November 04, 2004

Stacking the U.S. Supreme Court.

Loading the Court with more reactionary judges like Clarence Thomas and Antonin Scalia may not be as easy as Dubya and his advisors think.

Any prosepective nominee has to be confirmed by the US Senate, and before that approval can come, the nominee needs to get the nod of the Senate Judiciary Committee. Today, the chair of that committee — Republican Arlen Specter — is warning Dubya not to send the committee any nominee who's too conservative or lacking in legal stature:

According to the chair of the Senate Judiciary Committee — which has to give the nod to any prospective court nominee — Dubya shouldn't bother sending the committee any nominee who's too conservative or lacking in legal stature:

Sen. Arlen Specter, fresh from winning a fifth term in Pennsylvania, also said the current Supreme Court now lacks legal "giants" on the bench.

"When you talk about judges who would change the right of a woman to choose, overturn Roe v. Wade, I think that is unlikely," Specter said, referring to the landmark 1973 Supreme Court decision legalizing abortion.

"The president is well aware of what happened, when a bunch of his nominees were sent up, with the filibuster," Specter added, referring to Senate Democrats' success over the past four years in blocking the confirmation of many of Bush's conservative judicial picks. "... And I would expect the president to be mindful of the considerations which I am mentioning."

Specter's warning is not idle. While the Republicans have a 55-45 majority in the Senate, Democrats and the few remaining liberal Republicans have more than enough votes to block an unnacceptable nomination by filibuster. (It takes 60 votes to force an end ['cloture'] to debate.)

Via AP.

Posted by Magpie at November 4, 2004 09:44 AM | Law/Justice | Technorati links |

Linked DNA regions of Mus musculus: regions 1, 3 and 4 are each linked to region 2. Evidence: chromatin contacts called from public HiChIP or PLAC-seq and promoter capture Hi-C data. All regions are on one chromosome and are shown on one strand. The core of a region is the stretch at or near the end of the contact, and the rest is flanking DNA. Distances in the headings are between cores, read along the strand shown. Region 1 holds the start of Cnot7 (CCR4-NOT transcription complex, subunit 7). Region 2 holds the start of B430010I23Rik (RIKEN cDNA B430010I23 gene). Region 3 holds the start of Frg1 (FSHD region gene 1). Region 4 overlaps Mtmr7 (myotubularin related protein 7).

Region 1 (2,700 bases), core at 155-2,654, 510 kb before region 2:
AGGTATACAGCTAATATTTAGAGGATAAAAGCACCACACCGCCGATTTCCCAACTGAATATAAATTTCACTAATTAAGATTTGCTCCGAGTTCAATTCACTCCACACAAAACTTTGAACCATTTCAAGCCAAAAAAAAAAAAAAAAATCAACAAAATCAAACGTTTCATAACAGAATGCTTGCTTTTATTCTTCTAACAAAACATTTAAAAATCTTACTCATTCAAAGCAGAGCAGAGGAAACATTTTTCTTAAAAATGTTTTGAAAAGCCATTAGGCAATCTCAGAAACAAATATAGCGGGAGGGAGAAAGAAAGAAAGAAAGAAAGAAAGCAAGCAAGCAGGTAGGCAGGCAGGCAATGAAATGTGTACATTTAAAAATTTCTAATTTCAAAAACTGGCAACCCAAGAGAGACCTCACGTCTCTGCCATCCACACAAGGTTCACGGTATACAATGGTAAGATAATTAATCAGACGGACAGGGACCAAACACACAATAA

Comments

I wish I did not have to say this:

Redistricting proceeded in the past on accepted norms of decency.

No longer.

Committee chairmanships in the past . . .

You get the idea. I will be happy for any wins and preservations of our nation heritage that we can get, but nobody should be in doubt that the opponent is a ruthless organization prepared to overturn ANY precedent for decent management of public affairs.

Posted by: TomR at November 4, 2004 01:11 PM

media quote: Faced with GOP nominees ranging from conservative to ultra-conservative, voters have instead elected Democratic governors for the last two decades. That's why Rossi's strategy to position himself as a centrist paid off in a much tighter race, observers said. "He's more of a moderate than anyone who's come up in a long time, and they were effective in selling that," said Todd Donovan, a political science professor at Western Washington University. http://seattlepi.nwsource.com/local/198176_governor04.html

'He's more of a moderate than anyone who's come up in a long time', of course, means relatively little when 'anyone who's come up in a long time' is either a dismissed vampire from Buffy the Vampire Slayer, a retired Catholic Priest-Pedophile, an Oil Company Humanist (only eats puppys and kittens after they are dead), or George 'I've never told a lie I'll admit to' Bush.

God's judgement is coming; unfortunately, even those of us who voted against George the Lesser will have to pay. (For those of you even slightly informed: what happens when all those furriners stop buying our bonds? Oh! You actually like 18% interest rates?!?

Posted by: TomR at November 4, 2004 01:55 PM